Horry County el­e­men­taries see first de­cline in 30 years

The Sun News - - Front Page - BY DAVID WEISSMAN dweiss­[email protected]­sun­news.com

Horry County Schools are see­ing a de­cline in en­roll­ment among ele­men­tary schools for the first time in at least 30 years, as over­all growth in the district isn’t as high as an­tic­i­pated.

The 2018-19 en­roll­ment re­port, which com­piles av­er­age daily at­ten­dance dur­ing the first 45 days of the school year, shows that the district added 131 stu­dents to­tal from last year, while en­roll­ment de­clined by 299 stu­dents in grades K-5.

Joe Burch, the district’s plan­ning co­or­di­na­tor, said this is the first time the district hasn’t in­creased its ele­men­tary school en­roll­ment since at least 1988, which is as far back as he has com­piled data.

Mid­dle school grades (6-8) ac­counted for the ma­jor­ity of the district’s growth, with an ad­di­tional 402 stu­dents, while high school grades (9-12) added 28 stu­dents.

Burch said these num­bers are com­piled ev­ery year, and they’re im­por­tant to con­sider as of­fi­cials plan for hir­ing ad­di­tional teach­ers, ren­o­vat­ing ex­ist­ing schools and build­ing new ones.

The district has in­creased at an an­nual rate of more than 940 stu­dents the pre­vi­ous four years, and Burch said he ex­pected a slow­down this year, but noth­ing this dras­tic.

Burch didn’t know pre­cisely what led to the slower-thanex­pected growth, but he has no­ticed a flattened birth rate among res­i­dents and, al­though mi­gra­tion to the county re­mains high, those mi­grat­ing aren’t nec­es­sar­ily bring­ing young chil­dren.

He said the re­port is pre­lim­i­nary as his of­fice fur­ther an­a­lyzes the num­bers by in­di­vid­ual schools to help de­ter­mine which build­ings are at or above rec­om­mended ca­pac­ity.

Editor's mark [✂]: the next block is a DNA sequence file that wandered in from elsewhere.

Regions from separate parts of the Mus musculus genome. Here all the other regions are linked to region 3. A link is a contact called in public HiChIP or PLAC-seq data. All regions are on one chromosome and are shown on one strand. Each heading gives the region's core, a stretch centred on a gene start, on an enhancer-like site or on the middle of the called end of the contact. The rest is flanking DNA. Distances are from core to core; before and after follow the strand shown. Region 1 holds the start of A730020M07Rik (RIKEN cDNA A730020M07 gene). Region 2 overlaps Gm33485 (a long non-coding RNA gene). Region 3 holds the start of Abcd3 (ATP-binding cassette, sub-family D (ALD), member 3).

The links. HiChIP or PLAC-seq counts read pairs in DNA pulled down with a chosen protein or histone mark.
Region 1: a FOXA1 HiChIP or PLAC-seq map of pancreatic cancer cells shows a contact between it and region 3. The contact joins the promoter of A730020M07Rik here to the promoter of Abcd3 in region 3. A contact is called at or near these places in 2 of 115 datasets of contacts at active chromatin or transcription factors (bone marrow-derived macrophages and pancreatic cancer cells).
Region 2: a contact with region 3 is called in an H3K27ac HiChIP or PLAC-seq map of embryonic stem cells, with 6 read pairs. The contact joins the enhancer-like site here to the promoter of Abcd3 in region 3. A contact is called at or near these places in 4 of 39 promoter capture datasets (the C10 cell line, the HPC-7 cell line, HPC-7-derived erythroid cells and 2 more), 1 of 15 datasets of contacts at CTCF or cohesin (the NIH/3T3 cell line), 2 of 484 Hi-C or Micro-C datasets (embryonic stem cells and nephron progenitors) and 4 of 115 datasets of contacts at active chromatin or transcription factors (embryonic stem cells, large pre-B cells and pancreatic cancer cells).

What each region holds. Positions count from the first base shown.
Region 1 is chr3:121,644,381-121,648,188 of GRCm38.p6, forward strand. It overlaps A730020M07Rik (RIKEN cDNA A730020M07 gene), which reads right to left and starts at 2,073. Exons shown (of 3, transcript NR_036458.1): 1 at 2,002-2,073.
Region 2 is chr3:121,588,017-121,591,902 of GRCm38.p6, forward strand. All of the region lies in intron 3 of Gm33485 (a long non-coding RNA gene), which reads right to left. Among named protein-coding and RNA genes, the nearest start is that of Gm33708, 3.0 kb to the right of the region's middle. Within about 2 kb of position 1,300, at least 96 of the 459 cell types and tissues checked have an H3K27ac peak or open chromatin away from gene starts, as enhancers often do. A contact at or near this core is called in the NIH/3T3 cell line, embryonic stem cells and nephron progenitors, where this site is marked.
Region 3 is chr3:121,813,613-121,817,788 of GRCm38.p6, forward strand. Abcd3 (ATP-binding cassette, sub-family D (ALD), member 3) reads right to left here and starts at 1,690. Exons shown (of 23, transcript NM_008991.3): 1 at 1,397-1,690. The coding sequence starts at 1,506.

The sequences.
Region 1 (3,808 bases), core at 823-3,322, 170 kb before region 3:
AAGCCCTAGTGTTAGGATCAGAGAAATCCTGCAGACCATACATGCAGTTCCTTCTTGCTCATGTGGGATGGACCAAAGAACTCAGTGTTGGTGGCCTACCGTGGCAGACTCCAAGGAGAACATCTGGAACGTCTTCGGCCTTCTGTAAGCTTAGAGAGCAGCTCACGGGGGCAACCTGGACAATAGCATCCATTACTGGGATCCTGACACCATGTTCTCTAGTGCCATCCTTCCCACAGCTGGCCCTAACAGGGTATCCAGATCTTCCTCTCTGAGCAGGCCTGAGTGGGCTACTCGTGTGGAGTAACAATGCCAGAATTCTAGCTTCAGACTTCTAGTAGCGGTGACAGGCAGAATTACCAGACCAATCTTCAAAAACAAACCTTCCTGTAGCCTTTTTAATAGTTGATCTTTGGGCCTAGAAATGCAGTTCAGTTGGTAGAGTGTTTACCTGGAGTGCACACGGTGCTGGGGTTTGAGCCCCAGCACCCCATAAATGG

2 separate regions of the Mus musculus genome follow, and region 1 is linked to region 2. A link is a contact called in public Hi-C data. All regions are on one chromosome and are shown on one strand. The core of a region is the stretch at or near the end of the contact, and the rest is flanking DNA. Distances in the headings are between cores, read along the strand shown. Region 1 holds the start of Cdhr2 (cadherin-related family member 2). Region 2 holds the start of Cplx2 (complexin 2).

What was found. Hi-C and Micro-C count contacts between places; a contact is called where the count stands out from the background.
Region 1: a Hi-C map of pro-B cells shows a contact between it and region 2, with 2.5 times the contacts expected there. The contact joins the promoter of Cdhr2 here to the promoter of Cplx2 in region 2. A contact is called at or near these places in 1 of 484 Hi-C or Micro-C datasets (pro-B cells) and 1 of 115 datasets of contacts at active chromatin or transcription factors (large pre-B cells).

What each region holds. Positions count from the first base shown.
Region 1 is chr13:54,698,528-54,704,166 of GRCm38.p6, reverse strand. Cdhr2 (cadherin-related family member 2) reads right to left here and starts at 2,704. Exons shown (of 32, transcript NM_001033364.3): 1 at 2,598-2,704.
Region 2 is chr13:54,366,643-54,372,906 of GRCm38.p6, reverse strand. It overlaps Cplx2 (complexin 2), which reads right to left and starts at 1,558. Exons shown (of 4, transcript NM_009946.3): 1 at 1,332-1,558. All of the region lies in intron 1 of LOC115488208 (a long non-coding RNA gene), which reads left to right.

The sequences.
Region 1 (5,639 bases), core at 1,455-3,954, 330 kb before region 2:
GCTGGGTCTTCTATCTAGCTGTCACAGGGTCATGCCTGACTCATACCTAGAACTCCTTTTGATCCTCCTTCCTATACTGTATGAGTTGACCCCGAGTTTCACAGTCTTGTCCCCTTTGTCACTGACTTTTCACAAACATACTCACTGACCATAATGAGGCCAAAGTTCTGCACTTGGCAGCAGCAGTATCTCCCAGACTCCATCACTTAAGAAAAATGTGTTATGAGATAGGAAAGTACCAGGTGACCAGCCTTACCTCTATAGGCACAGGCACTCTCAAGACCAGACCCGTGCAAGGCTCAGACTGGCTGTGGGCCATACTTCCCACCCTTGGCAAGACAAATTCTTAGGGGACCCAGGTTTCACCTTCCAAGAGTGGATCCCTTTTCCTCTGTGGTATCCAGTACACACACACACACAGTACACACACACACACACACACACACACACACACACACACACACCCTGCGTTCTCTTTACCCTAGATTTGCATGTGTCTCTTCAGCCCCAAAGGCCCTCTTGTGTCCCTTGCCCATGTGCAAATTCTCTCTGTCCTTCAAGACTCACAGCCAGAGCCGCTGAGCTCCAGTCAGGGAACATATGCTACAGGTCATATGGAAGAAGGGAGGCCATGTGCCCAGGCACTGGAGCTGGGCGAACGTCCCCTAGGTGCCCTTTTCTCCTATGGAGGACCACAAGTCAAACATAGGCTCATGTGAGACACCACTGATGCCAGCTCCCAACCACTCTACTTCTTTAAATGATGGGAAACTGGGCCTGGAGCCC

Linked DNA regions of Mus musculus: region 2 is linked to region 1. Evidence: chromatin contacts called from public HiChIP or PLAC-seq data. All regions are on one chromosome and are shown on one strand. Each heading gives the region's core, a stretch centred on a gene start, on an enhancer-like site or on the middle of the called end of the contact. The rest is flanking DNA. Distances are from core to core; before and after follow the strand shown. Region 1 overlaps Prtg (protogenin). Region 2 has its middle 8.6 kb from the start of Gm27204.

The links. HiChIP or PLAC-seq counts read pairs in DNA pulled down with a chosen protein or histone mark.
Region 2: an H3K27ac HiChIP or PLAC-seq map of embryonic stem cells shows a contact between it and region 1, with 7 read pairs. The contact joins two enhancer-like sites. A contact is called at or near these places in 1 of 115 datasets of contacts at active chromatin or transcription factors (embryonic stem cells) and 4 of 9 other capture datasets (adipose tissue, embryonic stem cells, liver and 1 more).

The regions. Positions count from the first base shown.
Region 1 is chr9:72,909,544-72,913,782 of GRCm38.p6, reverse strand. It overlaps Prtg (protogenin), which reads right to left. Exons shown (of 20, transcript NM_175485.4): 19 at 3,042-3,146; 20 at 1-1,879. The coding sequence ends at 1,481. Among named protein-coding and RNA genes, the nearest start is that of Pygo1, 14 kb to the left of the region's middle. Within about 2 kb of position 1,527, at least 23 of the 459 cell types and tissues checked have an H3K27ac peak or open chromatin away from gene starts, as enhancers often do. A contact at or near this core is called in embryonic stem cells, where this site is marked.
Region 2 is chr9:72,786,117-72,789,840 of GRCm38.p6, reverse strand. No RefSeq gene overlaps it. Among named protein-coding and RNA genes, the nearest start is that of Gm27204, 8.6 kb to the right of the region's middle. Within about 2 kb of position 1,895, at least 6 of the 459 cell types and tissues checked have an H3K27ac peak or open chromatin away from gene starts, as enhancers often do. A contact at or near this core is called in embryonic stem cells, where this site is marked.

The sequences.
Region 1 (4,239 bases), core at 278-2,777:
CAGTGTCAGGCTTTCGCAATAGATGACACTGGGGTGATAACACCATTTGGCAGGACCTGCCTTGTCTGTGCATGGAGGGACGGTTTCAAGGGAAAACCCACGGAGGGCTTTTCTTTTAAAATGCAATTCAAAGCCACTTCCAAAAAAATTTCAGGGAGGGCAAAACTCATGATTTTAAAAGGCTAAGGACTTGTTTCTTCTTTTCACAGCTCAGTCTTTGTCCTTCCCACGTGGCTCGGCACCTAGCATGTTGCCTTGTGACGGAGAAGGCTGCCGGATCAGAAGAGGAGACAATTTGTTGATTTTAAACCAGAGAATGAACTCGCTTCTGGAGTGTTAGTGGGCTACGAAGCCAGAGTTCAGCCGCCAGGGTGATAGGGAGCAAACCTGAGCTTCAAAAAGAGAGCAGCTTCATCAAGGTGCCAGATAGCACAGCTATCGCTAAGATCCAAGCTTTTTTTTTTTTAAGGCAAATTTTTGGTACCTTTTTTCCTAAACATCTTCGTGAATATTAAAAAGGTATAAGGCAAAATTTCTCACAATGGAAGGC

The num­bers are par­tic­u­larly rel­e­vant as Horry County’s school board is try­ing to move for­ward with its five-year cap­i­tal plan, which is pro­jected to cost more than $754 mil­lion.

The board had ac­cess to the re­port be­fore its Dec. 3 meet­ing, when its mem­bers de­ter­mined which pro­jects they wanted to pri­or­i­tize.

Based on the re­sults of the meet­ing, the board’s pri­or­i­ties in­clude mo­du­lar class­rooms, ren­o­vat­ing St. James High School and Myr­tle Beach High School, and re­plac­ing the Horry County Ed­u­ca­tion Cen­ter and Whit­te­more Park Mid­dle School.

Board mem­ber Ray Win­ters said he was happy that know­ing the board’s pri­or­i­ties will al­low them to move for­ward, but he was slightly dis­ap­pointed that build­ing a new ele­men­tary school in the Carolina For­est area wasn’t among the top pri­or­i­ties.

Carolina For­est at­ten­dance area added 298 stu­dents this year, the most by far of any at­ten­dance area, ac­cord­ing to the re­port, which showed St. James (53 stu­dents), So­cas­tee (37) and North Myr­tle Beach (25) as the only other ar­eas with an in­crease. Aynor saw the largest de­crease, with 93 fewer stu­dents than 201718.

Carolina For­est has added 1,546 stu­dents since the 2013-14 school year, the re­port shows.

Board mem­ber Holly Heni­ford said she doesn’t doubt the re­port’s num­bers, but she be­lieves the slowed growth is merely “a blip.”

“I’m not pay­ing at­ten­tion to (these num­bers),” she said. “Growth is com­ing.”

The re­port es­ti­mates en­roll­ment in the district — which rose 10 per­cent in the past five years — to grow by 4 per­cent dur­ing the next five years, with a ma­jor­ity of that growth in the high school grades.

Heni­ford added that she wasn’t happy at all with how the Dec. 3 meet­ing con­cluded be­cause the board did not pri­or­i­tize any pro­jects for the growth she sees com­ing in North Myr­tle Beach.

Heni­ford, the only board mem­ber whose district in­cludes North Myr­tle Beach, said she’s done re­search on vested prop­er­ties in the area and if even a small per­cent­age of peo­ple mov­ing into those prop­er­ties bring a stu­dent, they could fill a whole new school.

The board is try­ing to de­ter­mine how to fi­nance its cap­i­tal plan, a de­ci­sion that could be af­fected by the slower growth as most state fund­ing is awarded based on the num­ber of stu­dents at­tend­ing the district.

The South Carolina Depart­ment of Ed­u­ca­tion’s lat­est rev­enue per pupil re­port shows the Horry County Schools was es­ti­mated to en­roll 44,334 stu­dents this year with the state pro­vid­ing $4,960 per stu­dent.

That es­ti­mate is 1,407 stu­dents more than the district’s re­port shows are at­tend­ing, which would equate to nearly $7 mil­lion less in fund­ing.

John Gard­ner, the district’s chief fi­nan­cial of­fi­cer, was not avail­able to dis­cuss the to­tal fi­nan­cial im­pact of the slower growth.

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